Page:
Display Settings:

Format

Send to:

Choose Destination
We are sorry, but NCBI web applications do not support your browser and may not function properly. More information
J Biol Chem. 2009 Feb 13;284(7):4354-64. doi: 10.1074/jbc.M805891200. Epub 2008 Dec 2.

Functional analysis of free methionine-R-sulfoxide reductase from Saccharomyces cerevisiae.

Author information

  • 1Department of Biochemistry and Redox Biology Center, University of Nebraska-Lincoln, Lincoln, Nebraska 68588, USA.

Abstract

Methionine sulfoxide reductases (Msrs) are oxidoreductases that catalyze thiol-dependent reduction of oxidized methionines. MsrA and MsrB are the best known Msrs that repair methionine-S-sulfoxide (Met-S-SO) and methionine-R-sulfoxide (Met-R-SO) residues in proteins, respectively. In addition, an Escherichia coli enzyme specific for free Met-R-SO, designated fRMsr, was recently discovered. In this work, we carried out comparative genomic and experimental analyses to examine occurrence, evolution, and function of fRMsr. This protein is present in single copies and two mutually exclusive subtypes in about half of prokaryotes and unicellular eukaryotes but is missing in higher plants and animals. A Saccharomyces cerevisiae fRMsr homolog was found to reduce free Met-R-SO but not free Met-S-SO or dabsyl-Met-R-SO. fRMsr was responsible for growth of yeast cells on Met-R-SO, and the double fRMsr/MsrA mutant could not grow on a mixture of methionine sulfoxides. However, in the presence of methionine, even the triple fRMsr/MsrA/MsrB mutant was viable. In addition, fRMsr deletion strain showed an increased sensitivity to oxidative stress and a decreased life span, whereas overexpression of fRMsr conferred higher resistance to oxidants. Molecular modeling and cysteine residue targeting by thioredoxin pointed to Cys(101) as catalytic and Cys(125) as resolving residues in yeast fRMsr. These residues as well as a third Cys, resolving Cys(91), clustered in the structure, and each was required for the catalytic activity of the enzyme. The data show that fRMsr is the main enzyme responsible for the reduction of free Met-R-SO in S. cerevisiae.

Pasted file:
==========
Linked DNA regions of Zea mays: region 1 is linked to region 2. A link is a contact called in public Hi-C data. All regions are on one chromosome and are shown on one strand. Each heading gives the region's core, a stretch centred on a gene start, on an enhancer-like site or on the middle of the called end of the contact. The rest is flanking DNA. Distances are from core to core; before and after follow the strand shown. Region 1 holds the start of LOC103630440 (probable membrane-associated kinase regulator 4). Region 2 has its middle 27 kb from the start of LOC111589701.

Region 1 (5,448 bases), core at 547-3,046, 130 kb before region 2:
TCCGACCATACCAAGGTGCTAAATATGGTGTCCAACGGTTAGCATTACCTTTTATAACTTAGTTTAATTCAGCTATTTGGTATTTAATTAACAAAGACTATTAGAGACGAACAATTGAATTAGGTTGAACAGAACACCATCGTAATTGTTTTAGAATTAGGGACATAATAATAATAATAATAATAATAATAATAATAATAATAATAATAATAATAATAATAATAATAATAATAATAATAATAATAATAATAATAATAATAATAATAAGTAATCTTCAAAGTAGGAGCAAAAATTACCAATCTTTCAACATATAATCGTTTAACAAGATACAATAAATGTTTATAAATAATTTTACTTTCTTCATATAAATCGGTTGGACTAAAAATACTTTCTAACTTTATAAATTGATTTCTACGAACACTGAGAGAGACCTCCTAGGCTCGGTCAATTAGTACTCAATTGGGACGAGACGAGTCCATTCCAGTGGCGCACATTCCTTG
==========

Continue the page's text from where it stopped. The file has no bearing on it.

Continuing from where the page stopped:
PMID:
19049972
[PubMed - indexed for MEDLINE]
PMCID:
PMC2640979
Free PMC Article

Images from this publication.See all images (9)Free text

FIGURE 1.
FIGURE 2.
FIGURE 3.
FIGURE 4.
FIGURE 5.
FIGURE 6.
FIGURE 7.
FIGURE 8.
FIGURE 9.
PubMed Commons home

PubMed Commons

0 comments
How to join PubMed Commons

    Supplemental Content

    Full text links

    Icon for HighWire Icon for PubMed Central
    Loading ...
    Write to the Help Desk